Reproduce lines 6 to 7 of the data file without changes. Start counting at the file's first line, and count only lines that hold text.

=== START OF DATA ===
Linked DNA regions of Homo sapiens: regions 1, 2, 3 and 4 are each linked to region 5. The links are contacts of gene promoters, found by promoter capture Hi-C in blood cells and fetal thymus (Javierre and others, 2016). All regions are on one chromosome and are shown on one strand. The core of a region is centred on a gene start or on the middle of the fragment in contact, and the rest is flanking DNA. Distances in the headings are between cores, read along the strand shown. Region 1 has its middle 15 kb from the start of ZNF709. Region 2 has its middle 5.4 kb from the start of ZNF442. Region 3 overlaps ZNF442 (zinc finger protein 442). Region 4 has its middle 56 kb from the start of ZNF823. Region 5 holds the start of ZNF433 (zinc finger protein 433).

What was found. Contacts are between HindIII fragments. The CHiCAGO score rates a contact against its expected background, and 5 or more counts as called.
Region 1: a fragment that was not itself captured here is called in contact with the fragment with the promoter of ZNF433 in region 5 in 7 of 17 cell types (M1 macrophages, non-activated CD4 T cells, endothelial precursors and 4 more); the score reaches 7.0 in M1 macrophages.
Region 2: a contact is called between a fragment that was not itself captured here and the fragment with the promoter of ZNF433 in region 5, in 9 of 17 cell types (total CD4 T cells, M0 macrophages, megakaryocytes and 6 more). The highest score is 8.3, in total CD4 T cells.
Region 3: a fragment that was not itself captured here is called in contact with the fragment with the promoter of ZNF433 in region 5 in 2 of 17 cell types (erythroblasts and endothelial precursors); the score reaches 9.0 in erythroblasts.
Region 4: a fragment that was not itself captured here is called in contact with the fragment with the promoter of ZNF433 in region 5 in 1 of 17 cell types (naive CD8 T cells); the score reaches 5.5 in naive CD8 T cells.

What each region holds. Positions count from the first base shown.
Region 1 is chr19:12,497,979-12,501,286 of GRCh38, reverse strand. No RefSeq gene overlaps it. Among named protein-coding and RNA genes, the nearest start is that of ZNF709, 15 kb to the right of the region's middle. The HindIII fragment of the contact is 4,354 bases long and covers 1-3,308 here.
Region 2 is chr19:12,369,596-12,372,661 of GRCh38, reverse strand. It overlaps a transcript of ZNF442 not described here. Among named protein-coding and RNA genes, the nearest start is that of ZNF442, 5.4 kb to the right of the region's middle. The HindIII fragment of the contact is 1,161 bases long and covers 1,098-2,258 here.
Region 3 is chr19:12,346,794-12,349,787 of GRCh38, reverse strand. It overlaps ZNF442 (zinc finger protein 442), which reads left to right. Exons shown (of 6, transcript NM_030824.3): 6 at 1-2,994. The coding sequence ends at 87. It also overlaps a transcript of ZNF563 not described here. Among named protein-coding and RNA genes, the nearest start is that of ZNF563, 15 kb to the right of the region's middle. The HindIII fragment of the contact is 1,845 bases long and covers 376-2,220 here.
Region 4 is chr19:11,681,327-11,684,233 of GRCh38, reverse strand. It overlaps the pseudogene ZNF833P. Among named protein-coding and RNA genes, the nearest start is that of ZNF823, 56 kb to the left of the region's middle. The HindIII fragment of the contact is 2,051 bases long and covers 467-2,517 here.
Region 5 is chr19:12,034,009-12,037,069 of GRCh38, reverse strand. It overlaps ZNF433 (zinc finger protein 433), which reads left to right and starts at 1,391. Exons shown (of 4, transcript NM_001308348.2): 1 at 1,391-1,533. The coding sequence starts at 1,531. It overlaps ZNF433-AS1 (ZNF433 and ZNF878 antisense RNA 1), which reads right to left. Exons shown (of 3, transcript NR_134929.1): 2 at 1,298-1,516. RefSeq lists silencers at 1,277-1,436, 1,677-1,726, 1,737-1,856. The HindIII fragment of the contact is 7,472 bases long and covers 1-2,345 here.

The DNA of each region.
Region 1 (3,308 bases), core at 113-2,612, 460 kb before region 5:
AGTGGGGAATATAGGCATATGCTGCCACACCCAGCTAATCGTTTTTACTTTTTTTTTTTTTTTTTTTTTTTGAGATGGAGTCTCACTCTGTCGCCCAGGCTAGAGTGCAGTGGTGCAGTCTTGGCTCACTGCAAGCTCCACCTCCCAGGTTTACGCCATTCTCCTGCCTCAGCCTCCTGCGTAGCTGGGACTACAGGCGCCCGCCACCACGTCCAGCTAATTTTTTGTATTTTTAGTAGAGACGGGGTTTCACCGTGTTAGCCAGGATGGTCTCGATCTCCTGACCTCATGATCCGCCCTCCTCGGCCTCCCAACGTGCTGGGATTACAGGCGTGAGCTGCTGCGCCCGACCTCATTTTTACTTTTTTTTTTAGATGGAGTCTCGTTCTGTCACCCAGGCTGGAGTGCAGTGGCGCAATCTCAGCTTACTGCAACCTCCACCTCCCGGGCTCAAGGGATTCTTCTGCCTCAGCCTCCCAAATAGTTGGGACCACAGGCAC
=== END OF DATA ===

Region 4: a fragment that was not itself captured here is called in contact with the fragment with the promoter of ZNF433 in region 5 in 1 of 17 cell types (naive CD8 T cells); the score reaches 5.5 in naive CD8 T cells.

What each region holds. Positions count from the first base shown.